Temporal and Spatial Dynamics of Dengue Virus Transmission
from: Frontiers in Dengue Virus Research (Edited by: Kathryn A. Hanley and Scott C. Weaver). Caister Academic Press, U.K. (2010)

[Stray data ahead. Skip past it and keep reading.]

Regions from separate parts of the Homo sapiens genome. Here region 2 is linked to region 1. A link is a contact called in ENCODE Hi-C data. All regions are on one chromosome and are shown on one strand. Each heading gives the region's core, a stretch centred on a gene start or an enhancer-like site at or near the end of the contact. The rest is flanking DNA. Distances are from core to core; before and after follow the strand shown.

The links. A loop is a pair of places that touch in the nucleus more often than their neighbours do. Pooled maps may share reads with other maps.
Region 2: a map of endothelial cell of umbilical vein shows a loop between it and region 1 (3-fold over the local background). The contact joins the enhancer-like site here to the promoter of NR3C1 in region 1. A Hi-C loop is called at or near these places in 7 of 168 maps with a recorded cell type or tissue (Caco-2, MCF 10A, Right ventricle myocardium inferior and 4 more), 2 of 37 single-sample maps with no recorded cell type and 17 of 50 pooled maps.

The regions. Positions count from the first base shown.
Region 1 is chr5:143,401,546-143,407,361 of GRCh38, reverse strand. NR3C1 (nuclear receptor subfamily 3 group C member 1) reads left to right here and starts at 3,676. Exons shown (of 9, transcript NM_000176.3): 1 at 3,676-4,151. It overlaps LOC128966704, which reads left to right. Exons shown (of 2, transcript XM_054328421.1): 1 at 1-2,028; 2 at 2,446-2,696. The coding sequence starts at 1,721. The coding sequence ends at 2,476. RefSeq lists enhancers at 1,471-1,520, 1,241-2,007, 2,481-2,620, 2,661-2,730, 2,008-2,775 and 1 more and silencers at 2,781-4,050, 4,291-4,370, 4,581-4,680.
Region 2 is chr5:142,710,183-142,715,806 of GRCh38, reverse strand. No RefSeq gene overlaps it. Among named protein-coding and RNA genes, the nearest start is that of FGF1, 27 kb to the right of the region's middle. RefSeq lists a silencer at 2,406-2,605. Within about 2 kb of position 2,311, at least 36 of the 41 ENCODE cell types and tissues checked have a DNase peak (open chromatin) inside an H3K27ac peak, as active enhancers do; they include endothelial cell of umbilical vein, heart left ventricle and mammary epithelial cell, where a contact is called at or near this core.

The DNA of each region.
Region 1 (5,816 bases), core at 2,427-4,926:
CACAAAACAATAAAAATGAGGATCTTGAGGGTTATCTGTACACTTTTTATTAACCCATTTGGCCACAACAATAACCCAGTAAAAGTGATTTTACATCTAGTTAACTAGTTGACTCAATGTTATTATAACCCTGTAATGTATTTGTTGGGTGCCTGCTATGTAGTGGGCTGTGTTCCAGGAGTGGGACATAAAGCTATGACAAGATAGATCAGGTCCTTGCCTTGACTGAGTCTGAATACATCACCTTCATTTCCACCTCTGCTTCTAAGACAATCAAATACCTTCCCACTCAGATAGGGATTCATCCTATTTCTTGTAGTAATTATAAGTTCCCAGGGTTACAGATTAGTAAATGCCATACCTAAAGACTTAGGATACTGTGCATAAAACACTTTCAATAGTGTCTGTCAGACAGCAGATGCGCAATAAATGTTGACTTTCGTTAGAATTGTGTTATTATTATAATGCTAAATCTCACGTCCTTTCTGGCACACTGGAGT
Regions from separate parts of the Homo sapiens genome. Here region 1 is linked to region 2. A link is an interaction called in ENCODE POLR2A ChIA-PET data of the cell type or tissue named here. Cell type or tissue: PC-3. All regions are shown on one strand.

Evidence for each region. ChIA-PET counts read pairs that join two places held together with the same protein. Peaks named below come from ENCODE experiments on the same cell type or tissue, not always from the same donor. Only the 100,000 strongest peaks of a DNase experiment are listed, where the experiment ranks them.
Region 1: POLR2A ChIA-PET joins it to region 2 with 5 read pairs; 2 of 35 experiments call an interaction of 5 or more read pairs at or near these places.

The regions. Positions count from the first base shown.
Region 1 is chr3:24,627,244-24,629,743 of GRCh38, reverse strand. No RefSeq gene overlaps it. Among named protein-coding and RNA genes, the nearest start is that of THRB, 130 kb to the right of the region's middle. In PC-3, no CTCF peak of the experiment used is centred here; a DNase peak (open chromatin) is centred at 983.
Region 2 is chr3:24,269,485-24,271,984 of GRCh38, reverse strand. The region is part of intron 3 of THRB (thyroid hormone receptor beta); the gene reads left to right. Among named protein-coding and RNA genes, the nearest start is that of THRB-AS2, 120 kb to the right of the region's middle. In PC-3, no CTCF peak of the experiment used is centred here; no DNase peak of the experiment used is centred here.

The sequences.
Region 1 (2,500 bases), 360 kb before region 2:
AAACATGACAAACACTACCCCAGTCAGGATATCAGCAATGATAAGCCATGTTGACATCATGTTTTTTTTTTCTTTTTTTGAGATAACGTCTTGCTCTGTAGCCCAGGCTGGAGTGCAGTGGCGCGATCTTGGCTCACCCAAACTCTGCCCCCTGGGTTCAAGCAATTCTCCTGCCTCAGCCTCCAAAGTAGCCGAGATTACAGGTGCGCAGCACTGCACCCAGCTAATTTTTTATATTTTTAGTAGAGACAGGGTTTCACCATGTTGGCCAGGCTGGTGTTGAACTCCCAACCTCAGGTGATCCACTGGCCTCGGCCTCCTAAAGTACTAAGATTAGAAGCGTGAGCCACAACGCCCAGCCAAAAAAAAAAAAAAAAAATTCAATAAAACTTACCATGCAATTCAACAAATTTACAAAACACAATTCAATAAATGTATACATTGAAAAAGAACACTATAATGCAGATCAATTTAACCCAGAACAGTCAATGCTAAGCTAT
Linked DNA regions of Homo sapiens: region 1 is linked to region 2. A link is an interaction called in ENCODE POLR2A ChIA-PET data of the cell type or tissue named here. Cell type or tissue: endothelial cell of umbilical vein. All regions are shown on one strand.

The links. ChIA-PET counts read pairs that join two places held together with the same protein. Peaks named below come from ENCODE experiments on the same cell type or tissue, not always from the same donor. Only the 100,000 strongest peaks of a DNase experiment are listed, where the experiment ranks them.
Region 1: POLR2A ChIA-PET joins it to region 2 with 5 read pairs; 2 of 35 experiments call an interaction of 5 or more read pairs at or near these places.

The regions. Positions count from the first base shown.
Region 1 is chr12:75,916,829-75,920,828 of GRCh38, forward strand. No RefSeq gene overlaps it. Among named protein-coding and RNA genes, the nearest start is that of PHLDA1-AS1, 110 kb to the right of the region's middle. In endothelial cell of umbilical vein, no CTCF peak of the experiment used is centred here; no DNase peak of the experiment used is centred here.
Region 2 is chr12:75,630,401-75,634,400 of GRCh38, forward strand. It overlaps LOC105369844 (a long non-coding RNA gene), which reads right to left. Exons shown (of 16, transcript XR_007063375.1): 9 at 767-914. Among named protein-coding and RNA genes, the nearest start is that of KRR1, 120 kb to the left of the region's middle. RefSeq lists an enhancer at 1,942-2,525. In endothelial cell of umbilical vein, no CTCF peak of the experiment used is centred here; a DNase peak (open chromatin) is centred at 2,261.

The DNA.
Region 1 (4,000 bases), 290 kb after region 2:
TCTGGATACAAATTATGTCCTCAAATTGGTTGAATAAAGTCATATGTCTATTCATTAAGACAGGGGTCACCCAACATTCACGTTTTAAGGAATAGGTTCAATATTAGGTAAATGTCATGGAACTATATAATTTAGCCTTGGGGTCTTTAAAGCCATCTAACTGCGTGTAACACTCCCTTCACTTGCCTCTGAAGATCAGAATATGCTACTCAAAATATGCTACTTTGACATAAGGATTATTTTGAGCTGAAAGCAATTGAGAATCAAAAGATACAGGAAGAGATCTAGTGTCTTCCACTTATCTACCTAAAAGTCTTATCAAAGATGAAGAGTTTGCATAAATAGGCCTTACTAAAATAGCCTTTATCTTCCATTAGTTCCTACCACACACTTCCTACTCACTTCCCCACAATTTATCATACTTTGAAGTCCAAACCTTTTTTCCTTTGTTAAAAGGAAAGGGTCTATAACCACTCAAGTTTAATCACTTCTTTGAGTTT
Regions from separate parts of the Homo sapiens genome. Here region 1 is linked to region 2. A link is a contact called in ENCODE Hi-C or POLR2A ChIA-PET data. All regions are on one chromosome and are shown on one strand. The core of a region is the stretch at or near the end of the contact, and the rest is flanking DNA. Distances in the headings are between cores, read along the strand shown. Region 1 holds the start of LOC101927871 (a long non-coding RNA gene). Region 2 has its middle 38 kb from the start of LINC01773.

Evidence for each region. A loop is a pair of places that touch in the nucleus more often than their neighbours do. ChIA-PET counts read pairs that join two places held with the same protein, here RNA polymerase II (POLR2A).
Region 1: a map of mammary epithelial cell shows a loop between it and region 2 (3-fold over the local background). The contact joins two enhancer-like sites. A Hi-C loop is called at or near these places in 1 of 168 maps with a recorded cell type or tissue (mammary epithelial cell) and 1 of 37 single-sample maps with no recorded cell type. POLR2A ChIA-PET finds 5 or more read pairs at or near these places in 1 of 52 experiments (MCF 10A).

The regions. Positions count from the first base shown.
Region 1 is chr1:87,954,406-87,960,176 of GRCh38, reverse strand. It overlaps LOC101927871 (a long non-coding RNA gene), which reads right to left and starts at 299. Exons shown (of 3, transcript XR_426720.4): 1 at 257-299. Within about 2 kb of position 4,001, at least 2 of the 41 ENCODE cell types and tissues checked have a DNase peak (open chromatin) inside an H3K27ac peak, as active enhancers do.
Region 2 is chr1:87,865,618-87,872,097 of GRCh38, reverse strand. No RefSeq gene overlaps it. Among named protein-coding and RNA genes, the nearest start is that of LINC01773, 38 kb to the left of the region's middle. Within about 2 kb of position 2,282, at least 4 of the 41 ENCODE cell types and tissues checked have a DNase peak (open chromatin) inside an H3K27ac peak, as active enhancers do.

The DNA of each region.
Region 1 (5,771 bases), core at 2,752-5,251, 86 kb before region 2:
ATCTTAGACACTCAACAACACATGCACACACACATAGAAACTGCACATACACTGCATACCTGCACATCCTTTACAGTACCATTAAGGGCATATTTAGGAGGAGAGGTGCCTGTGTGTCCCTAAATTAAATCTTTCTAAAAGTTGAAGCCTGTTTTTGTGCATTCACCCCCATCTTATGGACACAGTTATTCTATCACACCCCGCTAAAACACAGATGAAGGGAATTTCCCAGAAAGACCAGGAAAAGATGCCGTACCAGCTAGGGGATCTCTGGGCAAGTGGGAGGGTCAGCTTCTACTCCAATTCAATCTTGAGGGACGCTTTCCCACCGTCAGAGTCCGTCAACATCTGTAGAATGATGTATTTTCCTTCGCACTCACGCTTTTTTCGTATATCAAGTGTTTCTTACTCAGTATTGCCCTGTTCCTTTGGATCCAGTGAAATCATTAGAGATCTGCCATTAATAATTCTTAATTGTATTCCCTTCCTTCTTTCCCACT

The geographical range in which dengue virus (DENV) is transmitted expanded rapidly in the latter decades of the 20th century. Within locations where dengue (DEN) is endemic, incidence varies widely from year to year, often exhibiting multi-annual cycles. At sub-national and even sub-community spatial scales, incidence varies from place to place within seasons. In this chapter, I describe the variability in DEN incidence that has been observed at multiple spatial and temporal scales and some of the mechanisms that are thought to drive this variability. The chapter is divided into three parts: statics, emergence and dynamics. In the first part of this chapter, I consider geographical patterns of DEN that have remained fairly static for decades. I describe the spatial distribution of DEN globally and mechanisms that dictate the presence or absence of endemic DEN over long time scales. In the second, emergence, I describe epidemics in which DEN has recently emerged or re-emerged, and I consider mechanisms that dictate the speed and success with which this occurs. In the third part, dynamics, I describe mechanisms that are thought to drive temporal variation in incidence within endemic settings. A key focus is on mechanisms of cycles in DEN incidence and, extending this to include space, on mechanisms that create spatial-temporal patterns in incidence, including synchrony of incidence between regions and traveling waves in incidence. Finally, I end with a discussion of the utility of determining the mechanisms that drive spatial-temporal dynamics of DEN, specifically, the improvements in public health that might be created by an understanding of these mechanisms read more ...